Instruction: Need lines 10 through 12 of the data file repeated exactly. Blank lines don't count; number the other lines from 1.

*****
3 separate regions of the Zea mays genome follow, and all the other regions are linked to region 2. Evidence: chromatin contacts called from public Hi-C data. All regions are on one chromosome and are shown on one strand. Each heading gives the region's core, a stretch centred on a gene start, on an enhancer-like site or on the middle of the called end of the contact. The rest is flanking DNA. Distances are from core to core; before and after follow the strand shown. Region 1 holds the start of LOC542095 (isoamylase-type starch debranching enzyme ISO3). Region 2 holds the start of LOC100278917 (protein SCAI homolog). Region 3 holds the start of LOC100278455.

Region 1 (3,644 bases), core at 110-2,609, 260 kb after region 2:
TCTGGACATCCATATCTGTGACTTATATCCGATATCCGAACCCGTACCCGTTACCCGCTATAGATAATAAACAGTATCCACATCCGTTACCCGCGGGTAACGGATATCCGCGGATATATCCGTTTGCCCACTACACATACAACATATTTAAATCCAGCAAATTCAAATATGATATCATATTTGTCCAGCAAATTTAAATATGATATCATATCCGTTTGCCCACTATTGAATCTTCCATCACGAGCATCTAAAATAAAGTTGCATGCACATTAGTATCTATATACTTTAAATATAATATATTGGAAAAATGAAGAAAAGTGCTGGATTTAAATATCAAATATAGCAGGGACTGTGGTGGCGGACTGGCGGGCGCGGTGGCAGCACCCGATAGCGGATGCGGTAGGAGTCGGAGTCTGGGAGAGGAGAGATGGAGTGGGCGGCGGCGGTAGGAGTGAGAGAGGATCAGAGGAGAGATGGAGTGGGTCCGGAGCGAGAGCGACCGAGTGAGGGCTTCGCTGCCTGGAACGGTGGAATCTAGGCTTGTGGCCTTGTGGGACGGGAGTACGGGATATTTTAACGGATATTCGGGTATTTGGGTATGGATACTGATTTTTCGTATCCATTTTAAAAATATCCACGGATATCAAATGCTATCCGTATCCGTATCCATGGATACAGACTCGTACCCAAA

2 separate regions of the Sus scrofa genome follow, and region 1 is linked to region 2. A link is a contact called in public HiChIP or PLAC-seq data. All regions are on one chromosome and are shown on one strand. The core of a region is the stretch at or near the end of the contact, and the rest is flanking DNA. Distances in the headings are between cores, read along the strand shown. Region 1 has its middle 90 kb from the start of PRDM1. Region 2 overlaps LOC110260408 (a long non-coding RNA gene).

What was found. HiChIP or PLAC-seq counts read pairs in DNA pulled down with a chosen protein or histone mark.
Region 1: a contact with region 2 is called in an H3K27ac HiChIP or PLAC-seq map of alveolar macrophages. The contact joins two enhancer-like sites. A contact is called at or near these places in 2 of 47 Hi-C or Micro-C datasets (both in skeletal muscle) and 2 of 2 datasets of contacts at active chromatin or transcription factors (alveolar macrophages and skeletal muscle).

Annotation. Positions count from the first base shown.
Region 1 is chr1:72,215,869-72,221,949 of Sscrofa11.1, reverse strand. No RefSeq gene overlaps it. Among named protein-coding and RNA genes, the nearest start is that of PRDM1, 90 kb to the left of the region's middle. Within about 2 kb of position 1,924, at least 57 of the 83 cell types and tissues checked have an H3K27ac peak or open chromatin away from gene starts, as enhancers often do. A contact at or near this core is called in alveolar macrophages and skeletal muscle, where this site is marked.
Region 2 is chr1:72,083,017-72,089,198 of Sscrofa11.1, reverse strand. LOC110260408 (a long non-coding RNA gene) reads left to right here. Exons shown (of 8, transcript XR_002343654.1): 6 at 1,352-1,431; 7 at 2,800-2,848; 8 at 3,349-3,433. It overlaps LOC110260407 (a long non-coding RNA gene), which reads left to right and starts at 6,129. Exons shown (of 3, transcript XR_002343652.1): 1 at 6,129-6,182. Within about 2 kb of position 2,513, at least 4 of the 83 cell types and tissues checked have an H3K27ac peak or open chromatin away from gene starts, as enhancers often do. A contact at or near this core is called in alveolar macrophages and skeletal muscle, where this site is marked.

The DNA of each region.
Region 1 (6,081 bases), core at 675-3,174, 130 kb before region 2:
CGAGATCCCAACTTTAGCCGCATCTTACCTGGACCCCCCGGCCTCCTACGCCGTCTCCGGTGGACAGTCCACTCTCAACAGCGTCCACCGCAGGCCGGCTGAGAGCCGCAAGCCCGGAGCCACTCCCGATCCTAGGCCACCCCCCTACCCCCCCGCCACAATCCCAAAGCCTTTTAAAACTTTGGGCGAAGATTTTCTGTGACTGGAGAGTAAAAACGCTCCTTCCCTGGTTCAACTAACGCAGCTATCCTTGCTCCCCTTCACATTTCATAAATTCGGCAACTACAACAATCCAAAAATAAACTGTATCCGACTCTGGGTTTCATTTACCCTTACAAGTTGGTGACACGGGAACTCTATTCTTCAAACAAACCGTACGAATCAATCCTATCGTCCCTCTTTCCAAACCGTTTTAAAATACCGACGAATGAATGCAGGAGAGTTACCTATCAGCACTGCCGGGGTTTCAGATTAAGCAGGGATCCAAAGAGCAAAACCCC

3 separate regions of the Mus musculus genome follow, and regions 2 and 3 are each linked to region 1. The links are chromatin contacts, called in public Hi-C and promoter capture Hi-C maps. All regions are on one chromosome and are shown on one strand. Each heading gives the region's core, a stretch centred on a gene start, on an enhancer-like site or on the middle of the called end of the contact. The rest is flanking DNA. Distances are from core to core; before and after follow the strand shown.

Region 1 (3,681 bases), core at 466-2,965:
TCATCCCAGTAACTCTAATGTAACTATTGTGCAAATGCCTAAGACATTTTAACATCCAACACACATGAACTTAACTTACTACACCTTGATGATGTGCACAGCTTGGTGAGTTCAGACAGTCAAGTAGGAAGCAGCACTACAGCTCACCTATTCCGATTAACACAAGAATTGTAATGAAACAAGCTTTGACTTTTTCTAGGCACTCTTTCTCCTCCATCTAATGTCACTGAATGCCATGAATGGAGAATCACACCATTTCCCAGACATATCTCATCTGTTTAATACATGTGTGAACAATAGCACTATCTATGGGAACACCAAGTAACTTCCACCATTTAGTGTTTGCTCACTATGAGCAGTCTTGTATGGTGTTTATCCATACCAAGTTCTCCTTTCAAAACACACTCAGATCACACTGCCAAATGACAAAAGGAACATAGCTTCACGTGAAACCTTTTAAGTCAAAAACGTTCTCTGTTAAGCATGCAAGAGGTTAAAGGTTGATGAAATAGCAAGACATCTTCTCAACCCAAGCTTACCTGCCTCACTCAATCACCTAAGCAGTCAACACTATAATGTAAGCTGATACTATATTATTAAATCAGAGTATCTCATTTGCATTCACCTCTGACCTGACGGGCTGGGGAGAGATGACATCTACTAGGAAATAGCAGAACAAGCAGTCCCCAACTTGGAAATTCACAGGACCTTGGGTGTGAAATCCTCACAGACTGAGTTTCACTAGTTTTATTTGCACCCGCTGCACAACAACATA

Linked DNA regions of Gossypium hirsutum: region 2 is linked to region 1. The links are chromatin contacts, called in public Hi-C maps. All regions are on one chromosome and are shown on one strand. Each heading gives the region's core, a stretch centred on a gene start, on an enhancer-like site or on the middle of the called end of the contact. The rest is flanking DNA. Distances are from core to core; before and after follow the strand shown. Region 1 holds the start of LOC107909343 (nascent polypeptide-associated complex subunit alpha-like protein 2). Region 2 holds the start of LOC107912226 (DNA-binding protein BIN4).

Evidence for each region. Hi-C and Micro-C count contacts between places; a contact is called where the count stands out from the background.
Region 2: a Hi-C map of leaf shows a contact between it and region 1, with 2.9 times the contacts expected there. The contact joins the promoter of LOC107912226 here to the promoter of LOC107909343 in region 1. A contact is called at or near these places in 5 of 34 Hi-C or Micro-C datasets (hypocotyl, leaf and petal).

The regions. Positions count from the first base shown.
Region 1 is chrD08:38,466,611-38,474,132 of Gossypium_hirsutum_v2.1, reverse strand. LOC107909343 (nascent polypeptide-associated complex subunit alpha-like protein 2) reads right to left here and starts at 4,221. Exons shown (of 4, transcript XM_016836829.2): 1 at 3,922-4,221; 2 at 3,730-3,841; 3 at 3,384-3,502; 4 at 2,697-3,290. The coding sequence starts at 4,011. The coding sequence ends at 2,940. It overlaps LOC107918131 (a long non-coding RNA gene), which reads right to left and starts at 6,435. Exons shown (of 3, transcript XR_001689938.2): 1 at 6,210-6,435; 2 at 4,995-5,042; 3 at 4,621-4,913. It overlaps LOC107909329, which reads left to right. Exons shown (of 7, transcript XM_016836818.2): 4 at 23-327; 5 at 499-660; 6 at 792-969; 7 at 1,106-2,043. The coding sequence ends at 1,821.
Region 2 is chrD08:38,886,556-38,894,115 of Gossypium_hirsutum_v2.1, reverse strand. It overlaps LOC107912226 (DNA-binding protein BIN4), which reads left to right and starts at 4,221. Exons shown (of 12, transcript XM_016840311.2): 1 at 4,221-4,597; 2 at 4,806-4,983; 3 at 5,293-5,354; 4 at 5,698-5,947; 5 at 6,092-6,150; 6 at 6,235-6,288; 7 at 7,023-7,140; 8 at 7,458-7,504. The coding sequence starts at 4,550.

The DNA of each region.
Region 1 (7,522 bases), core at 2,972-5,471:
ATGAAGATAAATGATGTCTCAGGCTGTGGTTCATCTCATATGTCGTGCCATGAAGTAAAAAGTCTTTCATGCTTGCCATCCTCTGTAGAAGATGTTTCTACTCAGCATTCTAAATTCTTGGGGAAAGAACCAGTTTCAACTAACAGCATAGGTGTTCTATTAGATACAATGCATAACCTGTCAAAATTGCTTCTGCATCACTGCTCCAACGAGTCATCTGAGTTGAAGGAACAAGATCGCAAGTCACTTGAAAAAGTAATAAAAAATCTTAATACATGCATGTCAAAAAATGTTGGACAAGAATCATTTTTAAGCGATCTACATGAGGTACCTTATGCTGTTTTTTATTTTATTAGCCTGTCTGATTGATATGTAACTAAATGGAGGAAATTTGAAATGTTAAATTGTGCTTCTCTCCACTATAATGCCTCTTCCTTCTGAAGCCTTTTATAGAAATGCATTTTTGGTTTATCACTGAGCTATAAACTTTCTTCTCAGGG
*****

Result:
The DNA of each region.
Region 1 (6,081 bases), core at 675-3,174, 130 kb before region 2:
CGAGATCCCAACTTTAGCCGCATCTTACCTGGACCCCCCGGCCTCCTACGCCGTCTCCGGTGGACAGTCCACTCTCAACAGCGTCCACCGCAGGCCGGCTGAGAGCCGCAAGCCCGGAGCCACTCCCGATCCTAGGCCACCCCCCTACCCCCCCGCCACAATCCCAAAGCCTTTTAAAACTTTGGGCGAAGATTTTCTGTGACTGGAGAGTAAAAACGCTCCTTCCCTGGTTCAACTAACGCAGCTATCCTTGCTCCCCTTCACATTTCATAAATTCGGCAACTACAACAATCCAAAAATAAACTGTATCCGACTCTGGGTTTCATTTACCCTTACAAGTTGGTGACACGGGAACTCTATTCTTCAAACAAACCGTACGAATCAATCCTATCGTCCCTCTTTCCAAACCGTTTTAAAATACCGACGAATGAATGCAGGAGAGTTACCTATCAGCACTGCCGGGGTTTCAGATTAAGCAGGGATCCAAAGAGCAAAACCCC